There is an interesting project going on at Zoe’s blog where she would only wear her own handmade clothes for a month. Last month, Zoe challenged herself in the Me-Made-March where she posted her daily handmade outfit and how she coordinated them. And this month, she invited other people to participate. So if you want to participate, you should check it out now because Me-Made-May is about to start, like, in the next couple of days!
I think it’s really a wonderful idea because then we could see how much sewing has taken part in our daily life. Is it merely a hobby, where we make cute stuff that turned out unwearable? Or has it become a habit where we make things that we really use everyday? As for me, I have come to a point that when anyone sees me, they would assume that my clothes (and my bags) are handmade. It almost make me feel guilty when I wear something store-bought. I really love all my handmade items, they are a part of me. I saw them changed from pieces of fabrics to something that I wear. They grew with me, that’s how I feel about them.
Me-Made-May also has a flickr group for all the participants and I’m really inspired by the wardrobe inventory pictures. After I saw those pictures, I collected my handmade clothes and tried to arrange them for a good picture. But… then I got tired. I got around 30 dresses and other clothings, and some of them… okay, most of them, are laying unironed after washing. I iron them just before I wear them (I know, I know, I’m so lazy!). So after ironing several dresses, I got bored.
To entertain myself, I made a wardrobe inventory for Sidra. There were several boxer shorts, clothes in the dirty laundry basket and clothes that didn’t fit him any more that were not included in the picture. Bags, hats, and scarves were also not included. But the picture really gives an idea of things that I’ve made for him so far. Now I can see that I have a certain colour palette in my head for Sidra’s clothes. And hey, there is no fabric with kid’s pattern there! The one with orange pineapple was made for a Hawaiian-themed occasion. So I guess I only use kid’s fabric for his bags and pouches.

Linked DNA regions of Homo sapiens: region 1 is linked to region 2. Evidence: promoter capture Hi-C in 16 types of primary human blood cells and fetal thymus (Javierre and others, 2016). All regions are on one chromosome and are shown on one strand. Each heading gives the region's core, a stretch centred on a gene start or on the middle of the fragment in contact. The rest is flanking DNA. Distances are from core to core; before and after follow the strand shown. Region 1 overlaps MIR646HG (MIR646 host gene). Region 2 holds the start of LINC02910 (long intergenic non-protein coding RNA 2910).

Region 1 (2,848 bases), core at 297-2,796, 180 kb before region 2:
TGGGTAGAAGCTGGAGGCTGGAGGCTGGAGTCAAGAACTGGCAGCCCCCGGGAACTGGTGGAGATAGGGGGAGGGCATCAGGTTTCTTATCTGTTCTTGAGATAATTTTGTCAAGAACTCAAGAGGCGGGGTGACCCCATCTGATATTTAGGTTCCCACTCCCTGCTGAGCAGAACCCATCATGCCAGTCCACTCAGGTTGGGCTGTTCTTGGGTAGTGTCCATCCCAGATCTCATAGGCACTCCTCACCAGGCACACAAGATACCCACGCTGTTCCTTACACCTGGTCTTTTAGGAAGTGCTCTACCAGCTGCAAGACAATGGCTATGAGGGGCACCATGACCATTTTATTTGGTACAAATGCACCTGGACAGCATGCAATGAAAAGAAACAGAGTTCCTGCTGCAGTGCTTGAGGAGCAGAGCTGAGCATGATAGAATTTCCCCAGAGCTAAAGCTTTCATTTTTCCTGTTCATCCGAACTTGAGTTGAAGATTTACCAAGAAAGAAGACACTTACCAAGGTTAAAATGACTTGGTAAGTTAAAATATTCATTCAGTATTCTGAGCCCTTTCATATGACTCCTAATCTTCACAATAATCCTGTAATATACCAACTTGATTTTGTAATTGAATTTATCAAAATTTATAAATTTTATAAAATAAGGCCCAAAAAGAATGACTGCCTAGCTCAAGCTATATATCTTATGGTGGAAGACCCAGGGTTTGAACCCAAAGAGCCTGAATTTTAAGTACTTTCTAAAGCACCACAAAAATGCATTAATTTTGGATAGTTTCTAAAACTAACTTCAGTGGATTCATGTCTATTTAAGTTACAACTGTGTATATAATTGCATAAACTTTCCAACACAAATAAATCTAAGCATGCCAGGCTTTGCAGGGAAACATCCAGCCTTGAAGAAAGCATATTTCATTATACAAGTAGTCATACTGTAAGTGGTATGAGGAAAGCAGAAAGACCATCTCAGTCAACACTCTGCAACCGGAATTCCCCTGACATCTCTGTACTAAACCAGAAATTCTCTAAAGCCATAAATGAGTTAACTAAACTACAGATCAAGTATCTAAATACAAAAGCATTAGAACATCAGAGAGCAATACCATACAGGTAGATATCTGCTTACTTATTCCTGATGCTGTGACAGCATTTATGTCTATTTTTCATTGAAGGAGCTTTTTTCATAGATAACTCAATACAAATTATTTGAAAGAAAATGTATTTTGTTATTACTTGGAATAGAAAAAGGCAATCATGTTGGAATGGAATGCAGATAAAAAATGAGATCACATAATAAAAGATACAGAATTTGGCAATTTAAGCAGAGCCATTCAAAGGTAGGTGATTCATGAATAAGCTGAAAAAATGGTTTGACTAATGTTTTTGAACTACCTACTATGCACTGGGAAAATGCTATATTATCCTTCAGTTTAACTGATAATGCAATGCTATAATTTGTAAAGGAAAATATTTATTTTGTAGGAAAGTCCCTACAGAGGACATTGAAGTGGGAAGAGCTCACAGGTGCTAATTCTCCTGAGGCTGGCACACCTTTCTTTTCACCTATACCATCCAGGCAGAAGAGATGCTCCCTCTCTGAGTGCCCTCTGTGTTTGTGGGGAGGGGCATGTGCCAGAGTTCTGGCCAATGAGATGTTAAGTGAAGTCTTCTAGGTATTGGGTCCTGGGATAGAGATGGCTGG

It looks like I need to introduce more colours into his wardrobe. But I usually combine these items with colourful T-shirts, and with kid’s pattern fabric for his bags, it would look too much. Yeah, I might put too much thought into this boy’s outfit, but I used to work as a fashion stylist, putting together various outfits for fashion pages. Now I only have two guys to style, so they have to bear with me. I guess I’m lucky that Sidra and my husband never complained. They even pay particular attention to their own appearance themselves, from clothings to hairstyle. I love my guys ♥
I still want to make that inventory picture for my own wardrobe sometime. It is also a good reason to start ironing all those clothes! *sigh*
And now, here’s the winner of my hat giveaway, randomly selected:
I will send you an email after this.
Thank you everyone for participating in my giveaway! It has been fun!
I always love colourful and big necklaces. So I got an idea of a simple necklace with big fabric-covered button as the pendant. It’s not a new idea actually, there’s already a lot of button accessories everywhere, but I love making them. I think it’s a good way of using fabric scraps that are too pretty to throw away.
The pendants are made with Japanese kimono fabrics, the colours are so vibrant and they have some kind of coated sheen over it. I use vintage necklaces for the chain. The necklaces are pretty short, so I use two necklaces and connect them together.
I’ve made a series of pictures to show how I made the necklaces. It is not really a tutorial, as it is very easy and simple. I think it is more like sharing ideas on making stuff.
How I made the necklace:
- fabric-covered buttons kit.
- scrap of fabric for front of pendant.
- scrap of fabric for back of pendant.